Shed CNTNAP2 ectodomain is detectable in CSF and regulates Ca2+ homeostasis and network synchrony via PMCA2/ATP2B2

Martín-de-Saavedra MD, Dos Santos M, Culotta L, Varea O, Spielman BP, Parnell E, Forrest MP, Gao R, Yoon S, McCoig E, Jalloul HA, Myczek K, Khalatyan N, Hall EA, Turk LS, Sanz-Clemente A, Comoletti D, Lichtenthaler SF, Burgdorf JS, Barbolina MV, Savas JN, Penzes P.

Neuron, 2022.

Scientists demonstrate that a shed protein present in cerebrospinal fluid may play a role in neurological disease.

Ectodomain shedding (ES) is a process by which membrane-anchored cellular proteins break down and are released into the extracellular space, or ectodomain. Although ES is known to play a role in the development and physiology of the central nervous system and recent research has shown that soluble shed ectodomains may be linked to neurological disease, this relationship is not well understood.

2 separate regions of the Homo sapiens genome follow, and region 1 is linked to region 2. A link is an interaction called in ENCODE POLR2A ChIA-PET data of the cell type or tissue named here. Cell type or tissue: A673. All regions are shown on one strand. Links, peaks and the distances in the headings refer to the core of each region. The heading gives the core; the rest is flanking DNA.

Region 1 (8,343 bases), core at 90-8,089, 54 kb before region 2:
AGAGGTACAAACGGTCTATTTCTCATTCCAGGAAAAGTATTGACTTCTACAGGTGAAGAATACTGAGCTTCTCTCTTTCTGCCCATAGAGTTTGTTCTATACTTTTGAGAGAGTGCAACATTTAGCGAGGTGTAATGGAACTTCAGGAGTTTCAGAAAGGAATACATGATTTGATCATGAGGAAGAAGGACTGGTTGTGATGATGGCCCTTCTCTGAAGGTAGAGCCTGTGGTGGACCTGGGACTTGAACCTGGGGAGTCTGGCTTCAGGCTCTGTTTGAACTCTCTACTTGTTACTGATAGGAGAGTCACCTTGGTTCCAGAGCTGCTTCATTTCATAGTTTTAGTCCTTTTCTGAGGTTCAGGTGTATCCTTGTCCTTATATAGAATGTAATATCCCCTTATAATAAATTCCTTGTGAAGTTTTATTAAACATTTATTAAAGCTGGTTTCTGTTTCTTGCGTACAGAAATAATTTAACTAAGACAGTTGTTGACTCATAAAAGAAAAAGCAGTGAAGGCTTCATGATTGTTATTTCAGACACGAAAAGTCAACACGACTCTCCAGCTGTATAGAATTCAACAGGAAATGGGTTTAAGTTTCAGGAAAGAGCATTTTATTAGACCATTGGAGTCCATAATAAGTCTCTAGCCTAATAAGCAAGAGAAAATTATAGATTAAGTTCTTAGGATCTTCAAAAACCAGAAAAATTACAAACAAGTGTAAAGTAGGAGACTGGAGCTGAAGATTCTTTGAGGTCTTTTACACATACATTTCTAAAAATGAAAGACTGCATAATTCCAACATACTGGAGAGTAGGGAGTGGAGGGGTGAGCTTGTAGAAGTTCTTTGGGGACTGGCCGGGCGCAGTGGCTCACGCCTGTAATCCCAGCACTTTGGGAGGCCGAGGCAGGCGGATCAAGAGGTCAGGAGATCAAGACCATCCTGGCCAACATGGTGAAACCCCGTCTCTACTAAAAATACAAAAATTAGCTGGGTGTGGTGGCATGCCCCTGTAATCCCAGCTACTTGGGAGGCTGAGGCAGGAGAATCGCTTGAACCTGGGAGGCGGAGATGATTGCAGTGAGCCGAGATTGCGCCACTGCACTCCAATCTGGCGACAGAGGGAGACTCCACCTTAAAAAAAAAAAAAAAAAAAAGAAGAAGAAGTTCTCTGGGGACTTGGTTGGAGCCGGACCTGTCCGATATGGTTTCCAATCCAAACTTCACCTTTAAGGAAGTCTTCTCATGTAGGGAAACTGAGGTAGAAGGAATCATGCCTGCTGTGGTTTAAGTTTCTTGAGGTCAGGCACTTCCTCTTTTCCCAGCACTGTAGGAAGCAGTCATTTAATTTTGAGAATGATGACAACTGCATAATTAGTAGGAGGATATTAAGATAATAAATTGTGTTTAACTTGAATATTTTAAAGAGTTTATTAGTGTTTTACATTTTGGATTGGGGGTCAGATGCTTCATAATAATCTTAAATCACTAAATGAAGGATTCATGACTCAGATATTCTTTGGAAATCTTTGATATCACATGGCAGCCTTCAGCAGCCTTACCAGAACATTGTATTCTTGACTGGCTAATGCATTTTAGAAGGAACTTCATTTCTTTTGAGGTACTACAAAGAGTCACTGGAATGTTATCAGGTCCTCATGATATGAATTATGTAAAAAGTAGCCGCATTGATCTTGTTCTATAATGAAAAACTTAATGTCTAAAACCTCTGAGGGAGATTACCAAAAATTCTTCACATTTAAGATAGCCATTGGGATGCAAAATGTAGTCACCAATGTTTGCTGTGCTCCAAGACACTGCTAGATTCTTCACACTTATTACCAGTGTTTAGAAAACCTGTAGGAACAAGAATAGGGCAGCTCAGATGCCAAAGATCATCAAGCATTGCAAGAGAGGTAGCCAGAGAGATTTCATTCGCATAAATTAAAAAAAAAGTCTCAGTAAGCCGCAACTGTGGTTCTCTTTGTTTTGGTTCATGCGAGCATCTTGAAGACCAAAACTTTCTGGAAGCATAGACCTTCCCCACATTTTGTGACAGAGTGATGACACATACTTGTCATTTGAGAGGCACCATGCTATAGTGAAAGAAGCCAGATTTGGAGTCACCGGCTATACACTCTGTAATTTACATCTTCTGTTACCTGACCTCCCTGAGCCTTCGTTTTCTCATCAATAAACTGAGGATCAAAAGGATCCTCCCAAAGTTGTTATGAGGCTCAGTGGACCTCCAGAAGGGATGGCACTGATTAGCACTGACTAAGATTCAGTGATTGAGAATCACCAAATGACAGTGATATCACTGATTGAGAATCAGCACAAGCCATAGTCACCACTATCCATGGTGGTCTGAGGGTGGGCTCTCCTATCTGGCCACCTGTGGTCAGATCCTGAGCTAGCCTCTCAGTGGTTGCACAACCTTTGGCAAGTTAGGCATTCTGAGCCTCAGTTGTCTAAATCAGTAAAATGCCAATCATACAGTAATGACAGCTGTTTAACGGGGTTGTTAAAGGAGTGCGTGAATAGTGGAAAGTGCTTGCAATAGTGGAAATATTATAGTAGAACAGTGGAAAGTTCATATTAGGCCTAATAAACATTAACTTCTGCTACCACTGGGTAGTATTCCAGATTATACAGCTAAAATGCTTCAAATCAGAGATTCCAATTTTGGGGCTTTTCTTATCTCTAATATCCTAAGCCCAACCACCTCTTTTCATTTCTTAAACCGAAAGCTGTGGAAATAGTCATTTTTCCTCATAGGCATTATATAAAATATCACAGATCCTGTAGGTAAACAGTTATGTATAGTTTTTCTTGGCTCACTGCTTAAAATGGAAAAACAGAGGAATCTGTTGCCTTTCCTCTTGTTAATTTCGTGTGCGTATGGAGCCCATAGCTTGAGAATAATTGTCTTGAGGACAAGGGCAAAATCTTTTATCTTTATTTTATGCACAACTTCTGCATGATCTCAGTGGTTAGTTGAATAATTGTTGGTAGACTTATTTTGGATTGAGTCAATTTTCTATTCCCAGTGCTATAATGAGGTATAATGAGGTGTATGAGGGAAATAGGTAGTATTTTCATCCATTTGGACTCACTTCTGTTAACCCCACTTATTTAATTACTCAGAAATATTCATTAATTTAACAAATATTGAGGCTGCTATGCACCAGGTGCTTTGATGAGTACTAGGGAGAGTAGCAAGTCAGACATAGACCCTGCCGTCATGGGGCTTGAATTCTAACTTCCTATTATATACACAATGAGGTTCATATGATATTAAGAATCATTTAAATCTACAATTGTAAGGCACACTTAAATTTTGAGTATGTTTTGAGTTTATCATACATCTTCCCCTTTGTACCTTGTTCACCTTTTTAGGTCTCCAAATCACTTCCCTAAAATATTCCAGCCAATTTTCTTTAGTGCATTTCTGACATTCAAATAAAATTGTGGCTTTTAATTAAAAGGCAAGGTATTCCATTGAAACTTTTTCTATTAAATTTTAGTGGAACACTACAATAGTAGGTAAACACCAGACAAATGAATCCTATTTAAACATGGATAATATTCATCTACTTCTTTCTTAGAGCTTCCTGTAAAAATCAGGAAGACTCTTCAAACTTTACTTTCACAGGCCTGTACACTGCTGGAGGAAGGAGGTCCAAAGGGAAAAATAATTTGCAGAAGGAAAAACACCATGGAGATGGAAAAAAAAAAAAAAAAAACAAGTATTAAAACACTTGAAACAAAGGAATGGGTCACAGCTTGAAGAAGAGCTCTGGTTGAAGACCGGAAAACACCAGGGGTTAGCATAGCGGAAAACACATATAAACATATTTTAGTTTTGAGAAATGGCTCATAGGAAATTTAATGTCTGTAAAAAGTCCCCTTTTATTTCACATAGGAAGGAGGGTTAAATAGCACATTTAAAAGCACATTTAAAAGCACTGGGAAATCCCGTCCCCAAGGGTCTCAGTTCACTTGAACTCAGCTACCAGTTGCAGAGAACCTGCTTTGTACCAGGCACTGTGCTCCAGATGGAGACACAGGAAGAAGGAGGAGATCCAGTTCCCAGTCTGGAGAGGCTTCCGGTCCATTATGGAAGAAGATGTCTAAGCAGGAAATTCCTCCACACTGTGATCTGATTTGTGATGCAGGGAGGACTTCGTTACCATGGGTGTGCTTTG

In this study, researchers used a multiplatform approach to show that the neuronal sheddome is detectable in cerebrospinal fluid (CSF) and is enriched in neurodevelopmental risk factors. The scientists also demonstrated the presence in the CSF of a specific cell-adhesion molecule called contactin-associated protein-like 2 (CNTNAP2), which has known links to epilepsy, autism spectrum disorder, and intellectual disability. In other notable findings, the CNTNAP2 ectodomain (CNTNAP2-ecto) was found to modulate calcium homeostasis within neurons and regulate neural networks via the plasma membrane Ca2+ ATPase (PMCA) extrusion pumps.

To noninvasively examine neural network activity in primary cortical neurons label-free and in real time, the scientists used Axion’s multielectrode array (MEA) platform. Results showed that neurons treated with CNTNAP2-ecto displayed reduced network activity and synchrony in a PMCA2-dependent manner. Taken together with other results, the findings suggest that the sheddome may play an important role in neurological disease and further research is needed to discover its underlying mechanisms.